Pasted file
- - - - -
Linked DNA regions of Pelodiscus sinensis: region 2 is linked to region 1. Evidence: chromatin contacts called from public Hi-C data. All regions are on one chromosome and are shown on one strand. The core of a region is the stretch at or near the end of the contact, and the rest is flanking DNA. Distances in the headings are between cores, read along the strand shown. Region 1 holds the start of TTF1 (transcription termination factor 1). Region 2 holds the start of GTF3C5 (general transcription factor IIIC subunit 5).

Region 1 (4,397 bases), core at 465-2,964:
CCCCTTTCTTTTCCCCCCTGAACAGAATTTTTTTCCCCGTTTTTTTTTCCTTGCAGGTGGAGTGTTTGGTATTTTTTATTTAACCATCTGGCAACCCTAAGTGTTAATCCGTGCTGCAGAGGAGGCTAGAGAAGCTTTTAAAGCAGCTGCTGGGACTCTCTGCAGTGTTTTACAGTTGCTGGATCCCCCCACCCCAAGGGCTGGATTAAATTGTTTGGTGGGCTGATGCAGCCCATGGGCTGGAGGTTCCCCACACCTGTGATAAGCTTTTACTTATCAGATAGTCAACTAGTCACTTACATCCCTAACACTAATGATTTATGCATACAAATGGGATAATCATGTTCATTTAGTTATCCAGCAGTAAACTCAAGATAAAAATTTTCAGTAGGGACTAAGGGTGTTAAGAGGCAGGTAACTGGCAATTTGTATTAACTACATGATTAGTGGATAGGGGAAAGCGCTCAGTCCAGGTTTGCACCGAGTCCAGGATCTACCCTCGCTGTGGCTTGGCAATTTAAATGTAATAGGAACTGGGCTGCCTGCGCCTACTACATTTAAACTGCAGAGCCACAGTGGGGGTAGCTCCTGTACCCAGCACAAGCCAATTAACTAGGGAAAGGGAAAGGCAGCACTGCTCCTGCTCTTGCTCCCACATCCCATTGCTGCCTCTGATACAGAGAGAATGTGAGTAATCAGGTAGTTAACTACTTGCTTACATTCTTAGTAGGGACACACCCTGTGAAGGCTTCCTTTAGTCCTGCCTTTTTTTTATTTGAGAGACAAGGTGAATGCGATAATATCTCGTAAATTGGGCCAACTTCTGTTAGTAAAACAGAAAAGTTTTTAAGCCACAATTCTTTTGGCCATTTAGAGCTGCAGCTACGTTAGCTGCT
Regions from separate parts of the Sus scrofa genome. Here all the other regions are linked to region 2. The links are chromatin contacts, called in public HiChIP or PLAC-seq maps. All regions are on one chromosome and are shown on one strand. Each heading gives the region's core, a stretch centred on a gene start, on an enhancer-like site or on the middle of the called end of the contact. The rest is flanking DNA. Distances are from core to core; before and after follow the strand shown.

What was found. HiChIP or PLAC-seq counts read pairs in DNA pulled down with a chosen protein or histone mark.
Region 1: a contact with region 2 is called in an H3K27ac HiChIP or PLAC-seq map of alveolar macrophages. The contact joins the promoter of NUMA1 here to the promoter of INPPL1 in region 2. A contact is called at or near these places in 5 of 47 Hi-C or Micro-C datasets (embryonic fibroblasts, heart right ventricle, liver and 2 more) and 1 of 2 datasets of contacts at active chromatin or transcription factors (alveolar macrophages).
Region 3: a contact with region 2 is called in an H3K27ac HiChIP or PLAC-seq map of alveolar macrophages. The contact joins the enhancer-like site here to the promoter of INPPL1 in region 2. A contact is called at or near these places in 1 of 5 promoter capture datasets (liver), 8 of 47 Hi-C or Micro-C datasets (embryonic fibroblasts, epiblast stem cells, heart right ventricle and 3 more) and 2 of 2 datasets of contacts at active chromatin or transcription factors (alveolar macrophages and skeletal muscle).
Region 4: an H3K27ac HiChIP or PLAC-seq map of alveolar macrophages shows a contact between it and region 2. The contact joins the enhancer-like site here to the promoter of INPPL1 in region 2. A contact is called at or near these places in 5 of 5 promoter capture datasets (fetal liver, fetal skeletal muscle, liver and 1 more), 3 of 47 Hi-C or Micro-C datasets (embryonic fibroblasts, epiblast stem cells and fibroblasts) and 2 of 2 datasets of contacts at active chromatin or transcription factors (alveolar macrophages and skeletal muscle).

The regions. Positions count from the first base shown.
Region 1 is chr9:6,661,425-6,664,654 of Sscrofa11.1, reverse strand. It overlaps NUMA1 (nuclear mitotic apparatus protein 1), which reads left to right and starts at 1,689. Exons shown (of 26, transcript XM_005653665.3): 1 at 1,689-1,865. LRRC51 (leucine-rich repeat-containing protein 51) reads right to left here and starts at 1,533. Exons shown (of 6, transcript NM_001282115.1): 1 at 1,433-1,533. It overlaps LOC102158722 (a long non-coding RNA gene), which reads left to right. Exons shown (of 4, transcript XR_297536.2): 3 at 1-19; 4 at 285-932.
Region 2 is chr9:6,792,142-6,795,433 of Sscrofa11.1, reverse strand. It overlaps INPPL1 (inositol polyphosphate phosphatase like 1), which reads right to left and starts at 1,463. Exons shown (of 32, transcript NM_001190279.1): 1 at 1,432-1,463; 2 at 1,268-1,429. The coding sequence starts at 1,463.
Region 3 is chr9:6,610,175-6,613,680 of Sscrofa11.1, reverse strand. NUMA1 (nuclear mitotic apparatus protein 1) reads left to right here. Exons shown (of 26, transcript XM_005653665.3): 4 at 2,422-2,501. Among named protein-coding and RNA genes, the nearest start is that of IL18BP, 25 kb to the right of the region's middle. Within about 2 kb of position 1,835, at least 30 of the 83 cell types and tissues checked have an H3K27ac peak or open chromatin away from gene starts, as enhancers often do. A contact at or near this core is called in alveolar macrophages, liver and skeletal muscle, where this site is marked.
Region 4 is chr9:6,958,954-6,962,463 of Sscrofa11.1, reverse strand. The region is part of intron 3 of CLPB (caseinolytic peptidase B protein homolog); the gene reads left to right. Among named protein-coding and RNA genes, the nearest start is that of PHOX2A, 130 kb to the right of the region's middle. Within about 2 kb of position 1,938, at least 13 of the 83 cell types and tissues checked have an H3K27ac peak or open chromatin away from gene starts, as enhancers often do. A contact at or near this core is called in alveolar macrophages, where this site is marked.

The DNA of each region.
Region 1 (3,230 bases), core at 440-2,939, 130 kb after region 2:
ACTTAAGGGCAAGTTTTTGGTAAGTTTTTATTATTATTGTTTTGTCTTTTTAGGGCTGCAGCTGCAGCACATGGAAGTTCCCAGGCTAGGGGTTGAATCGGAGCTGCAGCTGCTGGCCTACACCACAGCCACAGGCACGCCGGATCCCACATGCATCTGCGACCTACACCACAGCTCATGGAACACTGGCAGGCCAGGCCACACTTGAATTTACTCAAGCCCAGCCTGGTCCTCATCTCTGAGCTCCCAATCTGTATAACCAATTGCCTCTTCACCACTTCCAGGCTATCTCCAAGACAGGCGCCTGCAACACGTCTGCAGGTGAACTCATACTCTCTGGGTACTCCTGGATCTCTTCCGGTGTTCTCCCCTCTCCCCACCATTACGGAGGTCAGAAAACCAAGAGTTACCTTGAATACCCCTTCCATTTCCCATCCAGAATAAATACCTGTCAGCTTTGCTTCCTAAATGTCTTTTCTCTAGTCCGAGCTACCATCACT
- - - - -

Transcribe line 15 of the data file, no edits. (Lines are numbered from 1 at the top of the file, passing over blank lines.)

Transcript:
Region 1 (3,230 bases), core at 440-2,939, 130 kb after region 2: